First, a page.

Vertov, Dziga,1896–1954, Soviet filmmaker, pseudonym of Denis Kaufman. Vertov introduced the idea of "Kino-Pravda" (or cinéma véritécinéma vérité,
a style of filmmaking that attempts to convey candid realism. Often employing lightweight, hand-held cameras and sound equipment, it shows people in everyday situations and uses authentic dialogue, naturalness of action, and a minimum of
..... Click the link for more information. ), which was extremely influential worldwide, affecting cinematic realism and the development of the documentary film in the 1920s and thereafter. Also important was his concept of "Kino-Eye," which argues for the superiority and possibilities for improvement of the camera's lens as opposed to the human eye. He began making newsreels documenting the Russian civil war in 1918. His masterpiece, Man with a Movie Camera (1929), ia a silent feature-length documentary without titles. His other films include Stride, Soviet (1926), The Eleventh Year (1928), and, with sound, Enthusiasm (1931) and Lullaby (1937). Although Vertov was a committed communist, he fell out of favor during Stalin's rule. Interest in Vertov revived in the 1960s, when he particularly influenced the work of Jean-Luc GodardGodard, Jean-Luc
, 1930–, French film director and scriptwriter, b. Paris. He wrote criticism for a number of Parisian cinema journals in the early 1950s before embarking on his filmmaking career. Godard is probably the most influential of the French New Wave directors.
..... Click the link for more information. , and again in the early 21st cent.
See A. Michelson, ed., Kino-Eye: The Writings of Dziga Vertov (1985); studies by Y. Tsivian (2005), J. Hicks (2007), and P. Ahwesh and K. Sanborn, ed. (2008).
(pseudonym of Denis Arkad’evich Kaufman). Born Dec. 21, 1895 (Jan. 2, 1896), in Belostok; died Feb. 12, 1954, in Moscow. Soviet film director and documentary film maker; one of the founders of documentary film making in the Soviet Union and the world.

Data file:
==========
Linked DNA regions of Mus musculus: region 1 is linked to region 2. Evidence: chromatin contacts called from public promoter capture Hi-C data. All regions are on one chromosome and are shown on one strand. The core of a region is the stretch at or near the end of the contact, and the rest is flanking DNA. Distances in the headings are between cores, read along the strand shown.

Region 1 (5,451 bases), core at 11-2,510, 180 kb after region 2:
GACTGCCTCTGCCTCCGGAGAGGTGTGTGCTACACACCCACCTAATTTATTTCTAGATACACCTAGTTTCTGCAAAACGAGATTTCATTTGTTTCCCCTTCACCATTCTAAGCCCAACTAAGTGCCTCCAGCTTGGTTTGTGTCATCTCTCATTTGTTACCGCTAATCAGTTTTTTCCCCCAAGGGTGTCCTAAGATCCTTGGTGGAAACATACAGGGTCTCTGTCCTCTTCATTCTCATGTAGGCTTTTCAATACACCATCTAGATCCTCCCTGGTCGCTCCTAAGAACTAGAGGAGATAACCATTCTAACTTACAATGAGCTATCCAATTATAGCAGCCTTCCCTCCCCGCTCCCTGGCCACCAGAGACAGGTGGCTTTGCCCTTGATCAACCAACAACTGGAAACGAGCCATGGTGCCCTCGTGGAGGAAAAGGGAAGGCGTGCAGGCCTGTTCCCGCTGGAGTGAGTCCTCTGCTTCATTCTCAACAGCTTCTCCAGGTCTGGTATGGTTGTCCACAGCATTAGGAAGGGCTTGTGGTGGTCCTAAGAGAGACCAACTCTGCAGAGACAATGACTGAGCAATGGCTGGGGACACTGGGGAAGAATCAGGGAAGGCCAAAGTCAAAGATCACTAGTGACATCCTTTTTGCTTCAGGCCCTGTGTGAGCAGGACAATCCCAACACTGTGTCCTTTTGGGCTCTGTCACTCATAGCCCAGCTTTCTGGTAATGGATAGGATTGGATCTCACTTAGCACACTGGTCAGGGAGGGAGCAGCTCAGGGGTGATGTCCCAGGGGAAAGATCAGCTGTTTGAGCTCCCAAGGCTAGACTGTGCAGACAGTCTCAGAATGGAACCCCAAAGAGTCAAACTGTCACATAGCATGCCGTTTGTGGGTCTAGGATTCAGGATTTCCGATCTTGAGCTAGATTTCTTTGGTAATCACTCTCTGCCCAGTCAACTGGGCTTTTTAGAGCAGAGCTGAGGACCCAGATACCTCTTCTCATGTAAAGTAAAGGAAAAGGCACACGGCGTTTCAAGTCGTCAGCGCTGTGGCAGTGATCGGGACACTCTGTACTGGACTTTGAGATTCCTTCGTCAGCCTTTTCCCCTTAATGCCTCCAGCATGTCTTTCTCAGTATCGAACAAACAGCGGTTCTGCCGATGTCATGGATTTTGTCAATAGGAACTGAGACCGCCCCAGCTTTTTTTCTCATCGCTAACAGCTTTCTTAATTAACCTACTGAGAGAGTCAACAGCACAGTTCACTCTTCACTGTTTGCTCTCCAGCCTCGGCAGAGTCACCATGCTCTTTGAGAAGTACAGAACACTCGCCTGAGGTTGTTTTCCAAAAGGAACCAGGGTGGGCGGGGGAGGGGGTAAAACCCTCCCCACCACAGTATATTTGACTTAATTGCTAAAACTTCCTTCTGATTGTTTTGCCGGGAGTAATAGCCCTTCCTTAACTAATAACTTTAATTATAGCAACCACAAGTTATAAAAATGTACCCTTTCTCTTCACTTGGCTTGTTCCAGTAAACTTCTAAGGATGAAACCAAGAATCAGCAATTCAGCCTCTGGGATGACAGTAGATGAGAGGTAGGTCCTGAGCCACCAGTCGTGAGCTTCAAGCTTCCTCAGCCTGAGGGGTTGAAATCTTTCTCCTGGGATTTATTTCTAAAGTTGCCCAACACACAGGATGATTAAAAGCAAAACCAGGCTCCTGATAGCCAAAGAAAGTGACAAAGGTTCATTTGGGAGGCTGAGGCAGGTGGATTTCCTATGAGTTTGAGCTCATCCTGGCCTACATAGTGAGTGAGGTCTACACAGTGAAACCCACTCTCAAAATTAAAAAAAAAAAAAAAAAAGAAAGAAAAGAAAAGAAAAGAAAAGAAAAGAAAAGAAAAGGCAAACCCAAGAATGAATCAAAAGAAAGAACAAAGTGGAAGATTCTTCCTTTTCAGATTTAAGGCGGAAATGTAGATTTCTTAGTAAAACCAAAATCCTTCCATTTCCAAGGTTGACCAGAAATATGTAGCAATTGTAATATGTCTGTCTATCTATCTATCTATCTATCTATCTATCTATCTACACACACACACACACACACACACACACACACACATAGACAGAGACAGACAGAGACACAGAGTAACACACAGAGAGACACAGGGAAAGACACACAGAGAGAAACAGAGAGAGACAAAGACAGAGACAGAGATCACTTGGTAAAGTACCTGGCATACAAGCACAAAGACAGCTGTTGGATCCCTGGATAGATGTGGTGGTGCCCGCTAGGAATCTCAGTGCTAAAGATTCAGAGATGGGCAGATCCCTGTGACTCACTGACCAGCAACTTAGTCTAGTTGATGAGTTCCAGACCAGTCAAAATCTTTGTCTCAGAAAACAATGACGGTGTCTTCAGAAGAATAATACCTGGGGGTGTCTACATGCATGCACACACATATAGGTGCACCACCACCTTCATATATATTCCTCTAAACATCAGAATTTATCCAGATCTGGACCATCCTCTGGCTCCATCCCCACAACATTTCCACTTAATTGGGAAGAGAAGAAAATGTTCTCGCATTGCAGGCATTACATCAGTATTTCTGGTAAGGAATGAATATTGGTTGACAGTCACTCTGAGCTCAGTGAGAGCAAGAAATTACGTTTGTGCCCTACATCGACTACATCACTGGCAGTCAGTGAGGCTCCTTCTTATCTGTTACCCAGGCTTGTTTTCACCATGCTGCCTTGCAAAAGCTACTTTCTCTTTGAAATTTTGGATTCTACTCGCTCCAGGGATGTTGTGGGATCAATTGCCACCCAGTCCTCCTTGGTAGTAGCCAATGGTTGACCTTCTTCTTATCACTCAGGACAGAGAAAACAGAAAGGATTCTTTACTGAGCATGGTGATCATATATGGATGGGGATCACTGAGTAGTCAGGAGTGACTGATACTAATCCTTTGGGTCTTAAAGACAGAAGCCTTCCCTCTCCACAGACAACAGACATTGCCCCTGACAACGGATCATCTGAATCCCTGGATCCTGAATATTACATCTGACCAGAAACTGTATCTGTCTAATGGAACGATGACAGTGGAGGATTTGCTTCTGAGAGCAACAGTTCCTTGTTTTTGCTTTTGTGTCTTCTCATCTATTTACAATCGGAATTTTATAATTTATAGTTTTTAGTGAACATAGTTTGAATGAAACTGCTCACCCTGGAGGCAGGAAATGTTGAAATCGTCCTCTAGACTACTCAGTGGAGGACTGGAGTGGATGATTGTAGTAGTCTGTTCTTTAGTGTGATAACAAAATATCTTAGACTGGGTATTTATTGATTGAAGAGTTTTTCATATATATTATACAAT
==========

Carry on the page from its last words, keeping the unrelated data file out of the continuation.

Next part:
During the first years of Soviet power, Vertov worked in the newsreel department of the Moscow Film Committee. He directed the work of photographers-reporters and, using material from the Civil War, made the films Anniversary of the Revolution (1919), The Agitation and Propaganda Train of the All-Russian Central Executive Committee (1921), and History of the Civil War (1922). Vertov founded the thematic newsreel series Kino-pravda (1922-25), in which he developed new newsreel filming techniques and for the first time applied principles of montage juxtaposition to documentaries. His best Kino-pravda effort was the production of The Lenin Kino-Pravda (no. 21).
Vertov published a number of theoretical articles and manifestos in which he explained the theoretical basis of his Kino-Eye method.
His main contribution was his innovative development of the documentary film as a pictorial social commentary. In the film Forward, Soviet! (1926), he used the techniques of montage juxtaposition to help create a documentary picture of Moscow when the city was recovering from ruin and famine. In One-sixth of the World (1926), he presented a poetic image of the Soviet motherland. In Enthusiasm (Donbas Symphony), his first talking movie (1930), Vertov used both visual and audio means to develop the theme of socialist construction. His film Three Songs About Lenin (1934) is the best work done in the Soviet pictorial social commentary film medium.
Vertov’s creative and theoretical legacy has had a major influence on the development of Soviet and foreign documentary films. He was awarded various medals and the Order of the Red Star.
WORKSStat’i, dnevniki, zamysly. Moscow, 1966.
REFERENCEAbramov, N. P. Dziga Vertov. Moscow, 1962. (See bibliography and listing of films.)
N. P. ABRAMOV